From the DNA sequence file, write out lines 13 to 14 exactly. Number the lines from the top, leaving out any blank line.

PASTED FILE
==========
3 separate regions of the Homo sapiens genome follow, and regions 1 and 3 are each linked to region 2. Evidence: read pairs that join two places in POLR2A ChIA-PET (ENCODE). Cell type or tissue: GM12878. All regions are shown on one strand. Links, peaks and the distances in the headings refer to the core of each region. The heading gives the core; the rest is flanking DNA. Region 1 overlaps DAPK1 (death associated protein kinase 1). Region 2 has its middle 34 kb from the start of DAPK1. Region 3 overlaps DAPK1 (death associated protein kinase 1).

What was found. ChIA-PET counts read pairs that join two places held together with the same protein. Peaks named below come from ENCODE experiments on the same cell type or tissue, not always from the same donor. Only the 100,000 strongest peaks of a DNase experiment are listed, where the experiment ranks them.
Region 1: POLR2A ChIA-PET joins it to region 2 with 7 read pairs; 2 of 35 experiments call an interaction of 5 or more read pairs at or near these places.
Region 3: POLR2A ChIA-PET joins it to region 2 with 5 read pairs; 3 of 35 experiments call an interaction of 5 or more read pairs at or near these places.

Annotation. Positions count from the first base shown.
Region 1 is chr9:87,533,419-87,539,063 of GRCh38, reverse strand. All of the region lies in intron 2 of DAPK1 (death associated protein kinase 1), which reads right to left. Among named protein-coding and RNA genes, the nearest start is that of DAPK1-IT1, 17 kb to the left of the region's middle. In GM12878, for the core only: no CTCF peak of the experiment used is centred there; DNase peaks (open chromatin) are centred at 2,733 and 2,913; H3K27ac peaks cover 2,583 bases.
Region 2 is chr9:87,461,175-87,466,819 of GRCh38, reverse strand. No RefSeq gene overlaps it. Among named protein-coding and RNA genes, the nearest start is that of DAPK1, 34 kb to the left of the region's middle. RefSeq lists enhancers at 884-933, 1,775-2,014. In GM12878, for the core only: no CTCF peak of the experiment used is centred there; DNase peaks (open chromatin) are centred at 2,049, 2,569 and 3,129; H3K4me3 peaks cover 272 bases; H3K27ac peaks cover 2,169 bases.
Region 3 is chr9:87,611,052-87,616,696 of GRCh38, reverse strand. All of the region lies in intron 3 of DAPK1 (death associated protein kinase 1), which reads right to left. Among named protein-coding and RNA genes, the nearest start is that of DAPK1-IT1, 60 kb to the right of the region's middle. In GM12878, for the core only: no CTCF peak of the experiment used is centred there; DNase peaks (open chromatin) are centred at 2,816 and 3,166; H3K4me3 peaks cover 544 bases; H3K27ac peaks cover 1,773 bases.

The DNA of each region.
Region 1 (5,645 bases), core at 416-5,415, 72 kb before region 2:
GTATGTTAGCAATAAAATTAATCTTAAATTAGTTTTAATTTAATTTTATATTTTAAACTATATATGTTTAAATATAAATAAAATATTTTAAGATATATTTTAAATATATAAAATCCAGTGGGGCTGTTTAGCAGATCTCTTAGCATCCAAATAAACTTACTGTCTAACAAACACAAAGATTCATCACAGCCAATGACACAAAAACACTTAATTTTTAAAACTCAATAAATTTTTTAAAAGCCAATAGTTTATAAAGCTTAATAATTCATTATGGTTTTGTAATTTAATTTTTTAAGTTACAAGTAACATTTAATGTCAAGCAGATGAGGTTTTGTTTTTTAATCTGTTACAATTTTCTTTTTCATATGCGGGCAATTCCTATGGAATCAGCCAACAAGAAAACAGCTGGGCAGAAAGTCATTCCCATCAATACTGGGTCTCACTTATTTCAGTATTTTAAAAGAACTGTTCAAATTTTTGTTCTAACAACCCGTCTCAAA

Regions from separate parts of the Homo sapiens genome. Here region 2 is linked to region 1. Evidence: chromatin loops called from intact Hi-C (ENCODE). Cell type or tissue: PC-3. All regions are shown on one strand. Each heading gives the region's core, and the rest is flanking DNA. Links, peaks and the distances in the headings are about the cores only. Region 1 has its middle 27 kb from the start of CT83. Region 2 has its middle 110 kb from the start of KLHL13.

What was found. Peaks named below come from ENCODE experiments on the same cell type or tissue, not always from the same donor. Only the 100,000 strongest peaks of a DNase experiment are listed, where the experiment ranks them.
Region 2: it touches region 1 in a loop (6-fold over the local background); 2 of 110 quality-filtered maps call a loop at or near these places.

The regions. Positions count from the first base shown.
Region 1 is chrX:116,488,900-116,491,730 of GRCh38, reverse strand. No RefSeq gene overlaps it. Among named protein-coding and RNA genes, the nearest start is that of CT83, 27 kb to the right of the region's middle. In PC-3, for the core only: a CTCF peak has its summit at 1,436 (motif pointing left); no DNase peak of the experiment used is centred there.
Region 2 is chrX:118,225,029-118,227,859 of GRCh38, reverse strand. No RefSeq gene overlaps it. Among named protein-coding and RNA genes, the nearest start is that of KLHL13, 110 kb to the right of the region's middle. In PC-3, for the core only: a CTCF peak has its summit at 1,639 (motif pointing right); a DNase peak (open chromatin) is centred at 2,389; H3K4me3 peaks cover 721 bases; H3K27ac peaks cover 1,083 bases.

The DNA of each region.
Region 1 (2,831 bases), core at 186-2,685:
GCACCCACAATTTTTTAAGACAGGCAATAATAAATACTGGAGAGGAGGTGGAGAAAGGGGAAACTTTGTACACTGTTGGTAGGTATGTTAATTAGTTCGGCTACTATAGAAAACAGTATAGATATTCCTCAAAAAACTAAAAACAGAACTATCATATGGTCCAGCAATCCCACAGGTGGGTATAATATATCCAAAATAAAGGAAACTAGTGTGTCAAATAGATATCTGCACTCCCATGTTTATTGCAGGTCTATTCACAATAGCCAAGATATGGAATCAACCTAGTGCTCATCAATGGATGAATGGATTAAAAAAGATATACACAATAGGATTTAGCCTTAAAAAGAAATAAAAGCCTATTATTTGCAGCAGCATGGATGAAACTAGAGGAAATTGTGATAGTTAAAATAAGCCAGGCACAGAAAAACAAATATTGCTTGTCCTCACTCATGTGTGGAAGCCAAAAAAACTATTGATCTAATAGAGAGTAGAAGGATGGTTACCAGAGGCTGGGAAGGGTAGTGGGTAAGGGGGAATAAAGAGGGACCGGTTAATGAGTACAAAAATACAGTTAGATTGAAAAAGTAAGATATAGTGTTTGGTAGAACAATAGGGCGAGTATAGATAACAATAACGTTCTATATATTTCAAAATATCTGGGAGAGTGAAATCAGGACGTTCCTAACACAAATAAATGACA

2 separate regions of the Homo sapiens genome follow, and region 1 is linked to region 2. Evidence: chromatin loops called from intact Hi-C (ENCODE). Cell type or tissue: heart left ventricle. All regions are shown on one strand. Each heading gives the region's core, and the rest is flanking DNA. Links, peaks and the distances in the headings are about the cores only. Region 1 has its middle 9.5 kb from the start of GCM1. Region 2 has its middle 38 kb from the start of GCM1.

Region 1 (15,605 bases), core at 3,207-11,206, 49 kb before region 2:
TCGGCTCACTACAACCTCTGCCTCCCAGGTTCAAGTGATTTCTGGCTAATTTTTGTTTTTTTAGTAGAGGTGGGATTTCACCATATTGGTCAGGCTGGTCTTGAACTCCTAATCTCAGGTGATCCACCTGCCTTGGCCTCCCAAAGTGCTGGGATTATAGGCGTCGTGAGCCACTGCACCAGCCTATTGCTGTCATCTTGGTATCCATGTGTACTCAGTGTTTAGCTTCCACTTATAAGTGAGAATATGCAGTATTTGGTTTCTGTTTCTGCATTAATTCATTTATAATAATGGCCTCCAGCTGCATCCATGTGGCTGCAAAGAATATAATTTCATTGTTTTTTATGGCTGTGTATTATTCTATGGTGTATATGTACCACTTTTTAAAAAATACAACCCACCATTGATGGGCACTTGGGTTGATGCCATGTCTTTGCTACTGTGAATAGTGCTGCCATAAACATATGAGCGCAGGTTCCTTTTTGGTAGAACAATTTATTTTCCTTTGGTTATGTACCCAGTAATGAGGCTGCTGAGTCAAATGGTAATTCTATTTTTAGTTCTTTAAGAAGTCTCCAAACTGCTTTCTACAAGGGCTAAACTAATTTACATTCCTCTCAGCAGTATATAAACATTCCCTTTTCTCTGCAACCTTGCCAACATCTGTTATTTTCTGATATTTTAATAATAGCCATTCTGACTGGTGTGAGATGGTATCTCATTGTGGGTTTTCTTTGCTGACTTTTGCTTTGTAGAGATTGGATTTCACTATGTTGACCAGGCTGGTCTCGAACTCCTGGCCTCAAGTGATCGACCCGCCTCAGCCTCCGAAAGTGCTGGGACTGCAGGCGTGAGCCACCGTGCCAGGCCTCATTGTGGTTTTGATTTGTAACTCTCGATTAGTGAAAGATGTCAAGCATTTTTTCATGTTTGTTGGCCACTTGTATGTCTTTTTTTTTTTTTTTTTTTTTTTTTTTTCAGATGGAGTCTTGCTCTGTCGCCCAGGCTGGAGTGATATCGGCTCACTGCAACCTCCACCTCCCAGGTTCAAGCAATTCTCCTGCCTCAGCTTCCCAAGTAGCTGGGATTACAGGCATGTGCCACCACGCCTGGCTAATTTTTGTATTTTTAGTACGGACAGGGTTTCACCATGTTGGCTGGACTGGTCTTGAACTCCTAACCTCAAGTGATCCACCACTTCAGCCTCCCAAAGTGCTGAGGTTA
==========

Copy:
What was found. Peaks named below come from ENCODE experiments on the same cell type or tissue, not always from the same donor. Only the 100,000 strongest peaks of a DNase experiment are listed, where the experiment ranks them.
Region 2: it touches region 1 in a loop (6-fold over the local background); 2 of 110 quality-filtered maps call a loop at or near these places.